Date of Degree

6-2021

Document Type

Dissertation

Degree Name

Ph.D.

Program

Art History

Advisor

Katherine Manthorne

Committee Members

Rose-Carol Washton Long

Bettina Lerner

Ziva Amishai-Maisels

Subject Categories

Feminist, Gender, and Sexuality Studies | French and Francophone Literature | History of Art, Architecture, and Archaeology | Interdisciplinary Arts and Media | Modern Art and Architecture

Keywords

Paul Gauguin, Stéphane Mallarmé, Alfred Jarry, Charles Morice, French Symbolism, Post-Impressionism

Abstract

Many scholars have read the work of Symbolist painter Paul Gauguin through the tales of his travels to Tahiti (1891–93) in Noa Noa, despite the fact that they are an artful fiction, written upon his return to France in collaboration with the writer Charles Morice. Instead of interpreting Gauguin’s work through the lens of his biography, this study seeks to elucidate the nature and conditions of the cultural field in which the artist worked by examining objects and texts that he exchanged with three of his Symbolist literary peers: gifts Gauguin gave to poet, critic, and leader of the Symbolist movement Stéphane Mallarmé; the artist’s collaboration with poet and essayist Charles Morice on his travel journal Noa Noa; and three poems after Gauguin’s paintings that novelist-poet-playwright Alfred Jarry gave to the artist.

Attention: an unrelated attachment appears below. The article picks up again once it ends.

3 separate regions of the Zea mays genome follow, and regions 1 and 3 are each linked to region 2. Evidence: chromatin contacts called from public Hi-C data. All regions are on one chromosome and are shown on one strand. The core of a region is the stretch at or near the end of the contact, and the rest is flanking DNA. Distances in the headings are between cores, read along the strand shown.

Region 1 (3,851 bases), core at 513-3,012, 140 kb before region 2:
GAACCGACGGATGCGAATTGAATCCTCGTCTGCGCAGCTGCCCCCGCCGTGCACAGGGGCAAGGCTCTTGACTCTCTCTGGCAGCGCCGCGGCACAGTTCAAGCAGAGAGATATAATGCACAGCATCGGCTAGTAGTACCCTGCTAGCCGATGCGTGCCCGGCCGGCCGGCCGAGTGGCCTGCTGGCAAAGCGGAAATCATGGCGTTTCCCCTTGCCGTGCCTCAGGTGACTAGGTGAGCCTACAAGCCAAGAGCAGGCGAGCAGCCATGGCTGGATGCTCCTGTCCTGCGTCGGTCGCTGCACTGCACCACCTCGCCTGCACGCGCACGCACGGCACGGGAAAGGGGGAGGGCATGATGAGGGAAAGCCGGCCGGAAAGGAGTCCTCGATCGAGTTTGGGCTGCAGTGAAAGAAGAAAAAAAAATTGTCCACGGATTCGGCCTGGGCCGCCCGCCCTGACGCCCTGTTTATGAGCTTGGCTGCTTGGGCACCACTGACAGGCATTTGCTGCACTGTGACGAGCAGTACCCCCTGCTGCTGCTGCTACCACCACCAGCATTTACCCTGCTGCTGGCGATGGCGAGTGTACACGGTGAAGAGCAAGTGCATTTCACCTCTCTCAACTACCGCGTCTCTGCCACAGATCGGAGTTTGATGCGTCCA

Although Gauguin’s gifts to Mallarmé have been seen merely as an attempt to curry favor, chapter one shows how the artist engaged with the poet’s thinking about myth and authorship. Chapter two examines Noa Noa as a collaborative effort between the artist and Morice, rather than separating the contributions of each as in previous scholarship; it proposes that Mallarmé’s Les dieux antiques was a model for their collaboration and argues that Gauguin’s prints that accompanied Noa Noa were more Mallarméan than the text. Seeking to move beyond a biographical reading, chapter three reinterprets Ia Orana Maria, Manao tupapau, and L’homme à la hache in the light of the artist’s working process and Jarry’s poetic interpretation. In contrast to selective readings of individual poems by previous scholars, this chapter studies each poem in its entirety, elucidating the experience of the painting that Jarry captures. It also illuminates how contemporary ideas about sexuality and the occult informed both Gauguin’s compositions and Jarry’s interpretations.

The dissertation argues that by examining the social nature of Gauguin’s art we can better identify the cultural conditions within which the artist worked and how he negotiated this milieu. To do so, it draws upon the theoretical framework of nineteenth-century semiotician Charles Sanders Peirce, joining scholars in archaeology and anthropology who have reassessed his legacy in recent years and applied his semiotic theory to their investigations of material objects.

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